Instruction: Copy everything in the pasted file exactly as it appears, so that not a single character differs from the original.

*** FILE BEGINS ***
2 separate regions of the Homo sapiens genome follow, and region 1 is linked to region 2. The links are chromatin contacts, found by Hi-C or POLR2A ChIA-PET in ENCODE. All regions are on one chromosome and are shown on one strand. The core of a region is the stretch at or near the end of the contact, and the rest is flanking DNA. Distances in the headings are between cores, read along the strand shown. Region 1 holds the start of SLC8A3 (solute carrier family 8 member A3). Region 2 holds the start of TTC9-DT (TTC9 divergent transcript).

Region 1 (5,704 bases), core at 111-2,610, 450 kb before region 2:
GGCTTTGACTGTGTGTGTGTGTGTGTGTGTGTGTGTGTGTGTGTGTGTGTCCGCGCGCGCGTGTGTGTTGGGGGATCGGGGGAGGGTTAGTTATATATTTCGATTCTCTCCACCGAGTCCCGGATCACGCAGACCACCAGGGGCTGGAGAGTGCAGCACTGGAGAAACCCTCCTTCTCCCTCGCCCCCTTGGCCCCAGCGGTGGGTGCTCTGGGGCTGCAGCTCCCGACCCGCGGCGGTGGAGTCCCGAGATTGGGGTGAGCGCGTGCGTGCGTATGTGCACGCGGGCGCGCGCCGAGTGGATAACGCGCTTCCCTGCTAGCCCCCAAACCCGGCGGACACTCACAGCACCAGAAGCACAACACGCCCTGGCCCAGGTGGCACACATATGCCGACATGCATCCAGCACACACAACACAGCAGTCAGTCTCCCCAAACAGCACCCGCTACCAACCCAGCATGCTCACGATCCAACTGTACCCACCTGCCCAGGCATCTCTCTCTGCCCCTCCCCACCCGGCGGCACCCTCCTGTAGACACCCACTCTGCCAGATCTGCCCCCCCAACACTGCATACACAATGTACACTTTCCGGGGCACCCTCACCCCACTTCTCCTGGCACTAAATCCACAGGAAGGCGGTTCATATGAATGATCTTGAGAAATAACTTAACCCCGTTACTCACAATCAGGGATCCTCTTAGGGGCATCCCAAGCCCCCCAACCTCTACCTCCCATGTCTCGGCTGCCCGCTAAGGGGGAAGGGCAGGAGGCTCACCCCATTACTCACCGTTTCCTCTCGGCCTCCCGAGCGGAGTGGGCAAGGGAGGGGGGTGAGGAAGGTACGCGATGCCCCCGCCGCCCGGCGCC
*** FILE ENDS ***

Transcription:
2 separate regions of the Homo sapiens genome follow, and region 1 is linked to region 2. The links are chromatin contacts, found by Hi-C or POLR2A ChIA-PET in ENCODE. All regions are on one chromosome and are shown on one strand. The core of a region is the stretch at or near the end of the contact, and the rest is flanking DNA. Distances in the headings are between cores, read along the strand shown. Region 1 holds the start of SLC8A3 (solute carrier family 8 member A3). Region 2 holds the start of TTC9-DT (TTC9 divergent transcript).

Region 1 (5,704 bases), core at 111-2,610, 450 kb before region 2:
GGCTTTGACTGTGTGTGTGTGTGTGTGTGTGTGTGTGTGTGTGTGTGTGTCCGCGCGCGCGTGTGTGTTGGGGGATCGGGGGAGGGTTAGTTATATATTTCGATTCTCTCCACCGAGTCCCGGATCACGCAGACCACCAGGGGCTGGAGAGTGCAGCACTGGAGAAACCCTCCTTCTCCCTCGCCCCCTTGGCCCCAGCGGTGGGTGCTCTGGGGCTGCAGCTCCCGACCCGCGGCGGTGGAGTCCCGAGATTGGGGTGAGCGCGTGCGTGCGTATGTGCACGCGGGCGCGCGCCGAGTGGATAACGCGCTTCCCTGCTAGCCCCCAAACCCGGCGGACACTCACAGCACCAGAAGCACAACACGCCCTGGCCCAGGTGGCACACATATGCCGACATGCATCCAGCACACACAACACAGCAGTCAGTCTCCCCAAACAGCACCCGCTACCAACCCAGCATGCTCACGATCCAACTGTACCCACCTGCCCAGGCATCTCTCTCTGCCCCTCCCCACCCGGCGGCACCCTCCTGTAGACACCCACTCTGCCAGATCTGCCCCCCCAACACTGCATACACAATGTACACTTTCCGGGGCACCCTCACCCCACTTCTCCTGGCACTAAATCCACAGGAAGGCGGTTCATATGAATGATCTTGAGAAATAACTTAACCCCGTTACTCACAATCAGGGATCCTCTTAGGGGCATCCCAAGCCCCCCAACCTCTACCTCCCATGTCTCGGCTGCCCGCTAAGGGGGAAGGGCAGGAGGCTCACCCCATTACTCACCGTTTCCTCTCGGCCTCCCGAGCGGAGTGGGCAAGGGAGGGGGGTGAGGAAGGTACGCGATGCCCCCGCCGCCCGGCGCC